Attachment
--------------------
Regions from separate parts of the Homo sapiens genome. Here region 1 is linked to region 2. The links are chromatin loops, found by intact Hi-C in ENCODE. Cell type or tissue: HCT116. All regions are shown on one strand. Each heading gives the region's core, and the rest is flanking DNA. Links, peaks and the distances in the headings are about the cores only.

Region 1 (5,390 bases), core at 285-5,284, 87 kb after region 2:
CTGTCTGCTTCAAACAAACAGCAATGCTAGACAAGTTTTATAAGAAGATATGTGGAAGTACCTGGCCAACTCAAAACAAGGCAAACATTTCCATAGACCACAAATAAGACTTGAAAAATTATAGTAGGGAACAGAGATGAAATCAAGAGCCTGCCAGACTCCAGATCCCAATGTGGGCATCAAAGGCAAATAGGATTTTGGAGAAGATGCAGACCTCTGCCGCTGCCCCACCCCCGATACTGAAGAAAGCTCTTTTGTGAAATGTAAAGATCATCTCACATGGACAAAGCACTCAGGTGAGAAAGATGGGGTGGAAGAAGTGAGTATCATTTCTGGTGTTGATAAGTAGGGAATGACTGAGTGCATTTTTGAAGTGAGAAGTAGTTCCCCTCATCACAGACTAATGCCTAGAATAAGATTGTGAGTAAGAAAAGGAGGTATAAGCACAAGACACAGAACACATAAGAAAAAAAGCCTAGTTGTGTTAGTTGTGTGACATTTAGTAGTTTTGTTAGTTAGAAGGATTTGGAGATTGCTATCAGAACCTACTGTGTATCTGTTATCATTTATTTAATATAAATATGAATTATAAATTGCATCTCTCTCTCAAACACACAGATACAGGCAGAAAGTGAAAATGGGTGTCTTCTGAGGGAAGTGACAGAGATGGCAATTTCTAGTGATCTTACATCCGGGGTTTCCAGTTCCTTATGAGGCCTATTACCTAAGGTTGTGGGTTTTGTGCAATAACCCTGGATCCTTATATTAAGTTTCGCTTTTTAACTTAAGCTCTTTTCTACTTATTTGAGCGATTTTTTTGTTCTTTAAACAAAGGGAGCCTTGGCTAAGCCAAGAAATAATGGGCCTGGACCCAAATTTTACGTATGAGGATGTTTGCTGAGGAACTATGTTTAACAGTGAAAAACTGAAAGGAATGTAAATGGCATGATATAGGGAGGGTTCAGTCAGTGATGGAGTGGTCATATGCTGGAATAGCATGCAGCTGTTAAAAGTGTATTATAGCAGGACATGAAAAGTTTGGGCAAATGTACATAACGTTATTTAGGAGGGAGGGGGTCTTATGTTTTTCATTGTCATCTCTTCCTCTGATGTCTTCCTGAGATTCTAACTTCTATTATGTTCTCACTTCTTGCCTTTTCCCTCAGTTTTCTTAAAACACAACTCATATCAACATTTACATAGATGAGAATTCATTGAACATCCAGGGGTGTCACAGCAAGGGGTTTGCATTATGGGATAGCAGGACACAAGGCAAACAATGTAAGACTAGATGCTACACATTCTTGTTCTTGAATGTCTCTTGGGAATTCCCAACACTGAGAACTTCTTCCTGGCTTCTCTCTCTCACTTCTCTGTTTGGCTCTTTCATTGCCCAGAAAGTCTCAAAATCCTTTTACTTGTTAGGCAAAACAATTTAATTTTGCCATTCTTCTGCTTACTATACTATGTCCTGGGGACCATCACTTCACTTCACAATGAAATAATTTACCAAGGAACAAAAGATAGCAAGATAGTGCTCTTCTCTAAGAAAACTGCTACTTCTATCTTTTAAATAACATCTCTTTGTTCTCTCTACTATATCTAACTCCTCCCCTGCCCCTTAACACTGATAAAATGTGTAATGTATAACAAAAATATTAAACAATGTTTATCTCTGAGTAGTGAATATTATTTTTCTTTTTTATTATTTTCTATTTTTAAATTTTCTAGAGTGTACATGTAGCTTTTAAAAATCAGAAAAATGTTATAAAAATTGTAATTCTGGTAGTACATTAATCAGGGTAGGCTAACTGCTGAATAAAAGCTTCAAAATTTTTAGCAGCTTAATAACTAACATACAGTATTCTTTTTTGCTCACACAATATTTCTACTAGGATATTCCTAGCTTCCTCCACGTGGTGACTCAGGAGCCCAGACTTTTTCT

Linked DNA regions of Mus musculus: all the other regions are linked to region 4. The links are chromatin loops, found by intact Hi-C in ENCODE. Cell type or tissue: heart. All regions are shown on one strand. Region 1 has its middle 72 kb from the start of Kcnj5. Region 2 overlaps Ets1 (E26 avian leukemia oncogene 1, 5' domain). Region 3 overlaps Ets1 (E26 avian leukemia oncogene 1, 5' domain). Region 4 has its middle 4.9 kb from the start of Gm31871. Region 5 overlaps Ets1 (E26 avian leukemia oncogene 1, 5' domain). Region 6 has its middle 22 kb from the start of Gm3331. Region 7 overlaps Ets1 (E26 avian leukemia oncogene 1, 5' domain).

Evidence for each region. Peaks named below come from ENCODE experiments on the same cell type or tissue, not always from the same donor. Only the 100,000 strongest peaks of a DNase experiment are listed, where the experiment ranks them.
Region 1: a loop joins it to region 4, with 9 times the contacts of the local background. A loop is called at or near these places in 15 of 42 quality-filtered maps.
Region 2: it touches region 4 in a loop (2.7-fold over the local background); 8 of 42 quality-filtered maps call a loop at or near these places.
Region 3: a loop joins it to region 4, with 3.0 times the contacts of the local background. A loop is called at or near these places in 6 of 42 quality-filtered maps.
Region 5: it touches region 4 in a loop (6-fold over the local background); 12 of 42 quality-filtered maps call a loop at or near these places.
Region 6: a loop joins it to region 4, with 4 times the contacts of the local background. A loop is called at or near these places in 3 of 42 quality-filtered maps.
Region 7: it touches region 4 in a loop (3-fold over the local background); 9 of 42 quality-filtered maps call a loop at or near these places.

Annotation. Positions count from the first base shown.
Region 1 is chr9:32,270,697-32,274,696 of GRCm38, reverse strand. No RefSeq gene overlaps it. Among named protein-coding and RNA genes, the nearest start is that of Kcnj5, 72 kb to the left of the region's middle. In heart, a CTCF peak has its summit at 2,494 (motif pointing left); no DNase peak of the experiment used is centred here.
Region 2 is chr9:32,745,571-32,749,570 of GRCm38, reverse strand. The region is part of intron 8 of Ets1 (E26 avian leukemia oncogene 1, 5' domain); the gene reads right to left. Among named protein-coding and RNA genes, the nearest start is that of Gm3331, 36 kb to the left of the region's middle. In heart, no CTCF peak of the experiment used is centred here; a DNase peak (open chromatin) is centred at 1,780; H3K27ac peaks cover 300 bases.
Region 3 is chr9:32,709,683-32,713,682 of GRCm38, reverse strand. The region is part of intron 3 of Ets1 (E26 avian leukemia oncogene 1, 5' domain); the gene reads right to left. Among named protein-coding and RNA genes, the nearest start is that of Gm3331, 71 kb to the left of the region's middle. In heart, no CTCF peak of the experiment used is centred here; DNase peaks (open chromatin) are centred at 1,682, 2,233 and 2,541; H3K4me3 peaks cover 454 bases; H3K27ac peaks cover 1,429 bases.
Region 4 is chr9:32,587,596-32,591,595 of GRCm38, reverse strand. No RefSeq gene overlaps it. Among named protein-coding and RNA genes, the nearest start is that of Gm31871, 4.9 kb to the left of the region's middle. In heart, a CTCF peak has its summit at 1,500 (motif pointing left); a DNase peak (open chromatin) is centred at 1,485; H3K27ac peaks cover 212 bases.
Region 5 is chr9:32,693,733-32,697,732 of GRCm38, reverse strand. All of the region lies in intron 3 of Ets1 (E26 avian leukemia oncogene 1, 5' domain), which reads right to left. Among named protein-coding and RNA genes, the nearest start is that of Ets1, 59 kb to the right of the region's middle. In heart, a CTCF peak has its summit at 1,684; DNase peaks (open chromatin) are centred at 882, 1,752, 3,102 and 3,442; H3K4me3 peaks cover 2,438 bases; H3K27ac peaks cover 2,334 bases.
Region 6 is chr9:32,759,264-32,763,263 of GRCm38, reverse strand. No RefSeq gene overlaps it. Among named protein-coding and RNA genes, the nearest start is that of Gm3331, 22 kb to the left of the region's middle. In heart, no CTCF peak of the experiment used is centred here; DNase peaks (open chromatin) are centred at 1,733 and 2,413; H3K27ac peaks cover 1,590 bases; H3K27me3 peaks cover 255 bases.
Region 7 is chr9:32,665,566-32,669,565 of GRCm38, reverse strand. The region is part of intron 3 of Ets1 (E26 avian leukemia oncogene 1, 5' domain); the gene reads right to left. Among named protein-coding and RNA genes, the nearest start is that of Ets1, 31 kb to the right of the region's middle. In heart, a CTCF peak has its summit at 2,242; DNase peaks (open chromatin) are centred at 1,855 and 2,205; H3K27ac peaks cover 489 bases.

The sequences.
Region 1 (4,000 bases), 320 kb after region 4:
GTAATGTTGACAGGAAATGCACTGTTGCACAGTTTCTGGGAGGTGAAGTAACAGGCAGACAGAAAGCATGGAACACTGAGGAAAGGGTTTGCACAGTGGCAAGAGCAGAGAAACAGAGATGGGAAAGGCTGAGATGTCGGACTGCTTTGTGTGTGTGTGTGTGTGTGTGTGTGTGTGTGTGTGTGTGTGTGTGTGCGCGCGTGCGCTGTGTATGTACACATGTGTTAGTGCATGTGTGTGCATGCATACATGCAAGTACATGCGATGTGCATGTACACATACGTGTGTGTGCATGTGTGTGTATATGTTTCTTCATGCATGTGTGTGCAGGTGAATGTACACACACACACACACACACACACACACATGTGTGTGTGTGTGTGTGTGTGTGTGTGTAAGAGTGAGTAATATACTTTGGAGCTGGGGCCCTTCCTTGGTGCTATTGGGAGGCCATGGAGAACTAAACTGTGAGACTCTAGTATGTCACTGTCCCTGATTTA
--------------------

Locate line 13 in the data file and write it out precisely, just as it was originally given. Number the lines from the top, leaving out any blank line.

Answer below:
Region 1 is chr9:32,270,697-32,274,696 of GRCm38, reverse strand. No RefSeq gene overlaps it. Among named protein-coding and RNA genes, the nearest start is that of Kcnj5, 72 kb to the left of the region's middle. In heart, a CTCF peak has its summit at 2,494 (motif pointing left); no DNase peak of the experiment used is centred here.